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Why is pressure in liquids not volume dependent?

  1. Oct 30, 2012 #1
    For example, if you have really large pond and a small pond, and you swim down 3 meters in each of them, the pressure will be the same. Why?

    (Is it possible to describe this using kinetic theory or molecular motion?). It doesn't really make sense to me; if there's more water, and water pressure spreads equally in all directions, then technically shouldn't the volume/mass of water be factored in as well? i.e. in the larger pond, there would be more water crushing you/exerting pressure on you?
  2. jcsd
  3. Oct 30, 2012 #2
    consider a vertical cylindrical water vessel, with height h and cross-sectional area A

    the volume of the water is h*A
    the mass of the water in this vessel is h*rho*A, where rho is the density of water
    the weight(downward force) of this mass is g*h*rho*A
    the pressure at the bottom is defined as the force divided by the area

    now, the area of the bottom is A

    so the pressure at the bottom is p = (g*h*rho*A)/(A) = g*h*rho

    ie. it is independent of the radius of the container due to a simple cancellation.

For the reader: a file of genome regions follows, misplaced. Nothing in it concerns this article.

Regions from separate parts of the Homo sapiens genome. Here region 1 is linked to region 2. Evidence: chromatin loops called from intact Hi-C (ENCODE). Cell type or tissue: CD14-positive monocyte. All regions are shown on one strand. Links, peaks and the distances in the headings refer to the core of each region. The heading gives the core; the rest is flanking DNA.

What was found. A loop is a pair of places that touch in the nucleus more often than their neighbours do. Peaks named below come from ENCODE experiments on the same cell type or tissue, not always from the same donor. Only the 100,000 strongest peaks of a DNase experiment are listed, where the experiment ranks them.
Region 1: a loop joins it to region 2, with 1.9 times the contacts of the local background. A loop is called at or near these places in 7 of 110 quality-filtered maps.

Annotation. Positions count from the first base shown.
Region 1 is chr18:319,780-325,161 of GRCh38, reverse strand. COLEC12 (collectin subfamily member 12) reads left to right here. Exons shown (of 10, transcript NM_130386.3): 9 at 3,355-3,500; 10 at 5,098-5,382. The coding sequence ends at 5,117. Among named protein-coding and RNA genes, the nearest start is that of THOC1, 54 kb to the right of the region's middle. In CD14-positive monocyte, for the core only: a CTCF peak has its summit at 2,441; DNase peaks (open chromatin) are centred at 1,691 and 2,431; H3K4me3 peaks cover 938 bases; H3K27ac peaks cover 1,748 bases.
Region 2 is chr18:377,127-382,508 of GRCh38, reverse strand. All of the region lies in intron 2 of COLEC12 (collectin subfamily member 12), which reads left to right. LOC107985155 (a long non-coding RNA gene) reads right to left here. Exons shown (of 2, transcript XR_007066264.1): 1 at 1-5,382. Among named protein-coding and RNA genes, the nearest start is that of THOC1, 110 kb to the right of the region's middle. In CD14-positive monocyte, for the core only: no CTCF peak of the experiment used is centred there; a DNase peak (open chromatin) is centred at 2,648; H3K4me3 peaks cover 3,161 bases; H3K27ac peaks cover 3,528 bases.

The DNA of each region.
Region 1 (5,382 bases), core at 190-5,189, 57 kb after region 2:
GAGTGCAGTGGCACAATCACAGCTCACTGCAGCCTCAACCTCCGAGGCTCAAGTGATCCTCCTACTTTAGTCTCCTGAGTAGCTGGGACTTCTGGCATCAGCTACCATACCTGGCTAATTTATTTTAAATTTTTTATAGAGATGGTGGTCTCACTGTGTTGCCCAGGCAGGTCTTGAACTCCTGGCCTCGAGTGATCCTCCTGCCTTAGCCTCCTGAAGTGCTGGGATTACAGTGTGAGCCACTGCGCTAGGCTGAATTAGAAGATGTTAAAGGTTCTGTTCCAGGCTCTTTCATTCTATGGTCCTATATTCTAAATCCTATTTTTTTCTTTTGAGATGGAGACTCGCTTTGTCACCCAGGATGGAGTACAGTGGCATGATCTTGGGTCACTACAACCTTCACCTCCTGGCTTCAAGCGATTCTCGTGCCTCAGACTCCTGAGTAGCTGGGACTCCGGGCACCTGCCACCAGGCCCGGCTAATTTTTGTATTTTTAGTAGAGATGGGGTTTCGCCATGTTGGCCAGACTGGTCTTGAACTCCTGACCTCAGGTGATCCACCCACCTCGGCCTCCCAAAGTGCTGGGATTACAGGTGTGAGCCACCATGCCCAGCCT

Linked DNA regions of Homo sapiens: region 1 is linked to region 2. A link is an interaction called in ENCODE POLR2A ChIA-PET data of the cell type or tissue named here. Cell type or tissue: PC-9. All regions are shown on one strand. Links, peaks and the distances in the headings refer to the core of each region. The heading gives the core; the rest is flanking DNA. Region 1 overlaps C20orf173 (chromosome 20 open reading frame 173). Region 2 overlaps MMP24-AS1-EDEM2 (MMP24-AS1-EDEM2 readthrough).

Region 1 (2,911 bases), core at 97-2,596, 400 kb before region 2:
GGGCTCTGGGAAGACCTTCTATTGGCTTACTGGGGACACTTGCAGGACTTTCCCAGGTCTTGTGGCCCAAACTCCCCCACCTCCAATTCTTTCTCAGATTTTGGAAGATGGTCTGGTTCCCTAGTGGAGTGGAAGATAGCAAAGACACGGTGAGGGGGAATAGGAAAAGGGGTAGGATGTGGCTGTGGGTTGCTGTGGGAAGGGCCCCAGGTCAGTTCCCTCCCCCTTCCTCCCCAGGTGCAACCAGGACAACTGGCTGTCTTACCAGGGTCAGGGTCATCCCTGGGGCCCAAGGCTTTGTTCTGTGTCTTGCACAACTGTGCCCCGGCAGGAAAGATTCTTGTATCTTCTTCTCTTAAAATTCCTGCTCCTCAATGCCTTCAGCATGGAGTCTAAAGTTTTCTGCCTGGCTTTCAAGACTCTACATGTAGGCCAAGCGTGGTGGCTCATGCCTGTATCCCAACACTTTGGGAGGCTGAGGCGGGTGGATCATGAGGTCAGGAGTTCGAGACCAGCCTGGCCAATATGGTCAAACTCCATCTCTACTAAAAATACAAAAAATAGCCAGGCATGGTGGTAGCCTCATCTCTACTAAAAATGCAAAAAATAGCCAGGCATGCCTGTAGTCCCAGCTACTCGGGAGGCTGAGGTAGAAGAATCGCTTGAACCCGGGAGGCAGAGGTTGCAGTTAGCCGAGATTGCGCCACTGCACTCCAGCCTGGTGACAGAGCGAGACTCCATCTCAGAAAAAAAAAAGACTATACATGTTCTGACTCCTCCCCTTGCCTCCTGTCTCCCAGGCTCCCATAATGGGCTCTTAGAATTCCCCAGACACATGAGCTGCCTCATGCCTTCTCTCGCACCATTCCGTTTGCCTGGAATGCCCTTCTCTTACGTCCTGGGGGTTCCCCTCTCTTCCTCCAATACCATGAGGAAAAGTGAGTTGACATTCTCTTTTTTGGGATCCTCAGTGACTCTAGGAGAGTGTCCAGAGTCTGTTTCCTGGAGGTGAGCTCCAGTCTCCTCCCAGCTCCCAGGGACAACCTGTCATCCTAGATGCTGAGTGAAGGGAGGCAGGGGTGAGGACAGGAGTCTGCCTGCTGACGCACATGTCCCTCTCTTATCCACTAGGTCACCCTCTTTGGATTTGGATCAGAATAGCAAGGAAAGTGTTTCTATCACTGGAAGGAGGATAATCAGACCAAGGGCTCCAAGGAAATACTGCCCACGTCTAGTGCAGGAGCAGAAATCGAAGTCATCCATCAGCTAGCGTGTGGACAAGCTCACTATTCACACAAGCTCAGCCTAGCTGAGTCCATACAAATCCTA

4. Oct 30, 2012 #3


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    Forget water for a sec: try starting with ice cubes. A 1 cubic meter ice cube is 10 kN. Or 10kN/sq m. Put two next to each other on the ground and they cover 2 sq m and weigh 20kN. Then build a tank around them and let them melt: what has changed?

    If you lie down and rest one of the cubes on your chest, but the second one doesn't fit so you have it set next to you, does it still hurt more just having it near you?
    Last edited: Oct 30, 2012
  5. Oct 30, 2012 #4
    Great example, but doesn't this only works with solids, since water particles can flow and move? In a solid the particles of the ice cube are hold firm/tight with strong intermolecular bonds but in water they can jostle against you. I get sort of what you mean, but in water pressure spreads equally in all directions, so the water next to you would still exert pressure on you?

    Great math solution, but I was hoping for a logical explanation using the idea of particles.
  6. Oct 30, 2012 #5


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    Water next to you does exert a force on you: on your side. Melting the ice can't change the magnitude of the force/pressure, it just allows it to come at you from all directions.
  7. Oct 30, 2012 #6


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    Staff: Mentor

    It works with liquids in the same way - horizontal forces cancel if the water is in equilibrium.
  8. Oct 30, 2012 #7
    I still don't quite understand this... how does this relate to the fact that pressure in liquids is not volume dependent? If water next to you does exert a force/pressure on you, then why is pressure in liquids not volume dependent?

    Pressure is a scalar, not a vector, so they can't just cancel out, I think. You still experience pressure from both sides.
  9. Oct 30, 2012 #8
    I'm not sure one exists, since fluid dynamics is based on the continuum hypothesis which completely ignores the fact that fluids are composed of discrete particles.
  10. Oct 30, 2012 #9